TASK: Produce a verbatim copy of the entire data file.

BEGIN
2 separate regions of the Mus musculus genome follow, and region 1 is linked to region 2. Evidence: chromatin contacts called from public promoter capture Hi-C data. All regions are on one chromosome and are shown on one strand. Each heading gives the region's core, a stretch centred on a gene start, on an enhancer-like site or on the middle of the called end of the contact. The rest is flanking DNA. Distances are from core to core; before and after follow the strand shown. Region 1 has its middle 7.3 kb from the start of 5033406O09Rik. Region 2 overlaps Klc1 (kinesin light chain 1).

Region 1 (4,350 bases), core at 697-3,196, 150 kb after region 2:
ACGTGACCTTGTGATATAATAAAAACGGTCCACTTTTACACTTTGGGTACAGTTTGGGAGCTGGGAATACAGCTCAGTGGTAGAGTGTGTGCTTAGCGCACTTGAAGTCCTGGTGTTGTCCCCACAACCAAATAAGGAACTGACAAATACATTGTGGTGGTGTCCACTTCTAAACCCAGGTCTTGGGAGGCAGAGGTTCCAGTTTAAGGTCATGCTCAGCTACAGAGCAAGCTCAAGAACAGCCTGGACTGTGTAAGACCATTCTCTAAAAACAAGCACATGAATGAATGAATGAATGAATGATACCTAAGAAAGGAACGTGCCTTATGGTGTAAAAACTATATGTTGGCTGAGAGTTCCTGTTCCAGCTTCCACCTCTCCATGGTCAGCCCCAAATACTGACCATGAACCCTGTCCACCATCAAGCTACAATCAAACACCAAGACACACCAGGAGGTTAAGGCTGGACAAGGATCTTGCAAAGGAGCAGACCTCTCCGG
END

2 separate regions of the Mus musculus genome follow, and region 1 is linked to region 2. Evidence: chromatin contacts called from public promoter capture Hi-C data. All regions are on one chromosome and are shown on one strand. Each heading gives the region's core, a stretch centred on a gene start, on an enhancer-like site or on the middle of the called end of the contact. The rest is flanking DNA. Distances are from core to core; before and after follow the strand shown. Region 1 has its middle 7.3 kb from the start of 5033406O09Rik. Region 2 overlaps Klc1 (kinesin light chain 1).

Region 1 (4,350 bases), core at 697-3,196, 150 kb after region 2:
ACGTGACCTTGTGATATAATAAAAACGGTCCACTTTTACACTTTGGGTACAGTTTGGGAGCTGGGAATACAGCTCAGTGGTAGAGTGTGTGCTTAGCGCACTTGAAGTCCTGGTGTTGTCCCCACAACCAAATAAGGAACTGACAAATACATTGTGGTGGTGTCCACTTCTAAACCCAGGTCTTGGGAGGCAGAGGTTCCAGTTTAAGGTCATGCTCAGCTACAGAGCAAGCTCAAGAACAGCCTGGACTGTGTAAGACCATTCTCTAAAAACAAGCACATGAATGAATGAATGAATGAATGATACCTAAGAAAGGAACGTGCCTTATGGTGTAAAAACTATATGTTGGCTGAGAGTTCCTGTTCCAGCTTCCACCTCTCCATGGTCAGCCCCAAATACTGACCATGAACCCTGTCCACCATCAAGCTACAATCAAACACCAAGACACACCAGGAGGTTAAGGCTGGACAAGGATCTTGCAAAGGAGCAGACCTCTCCGG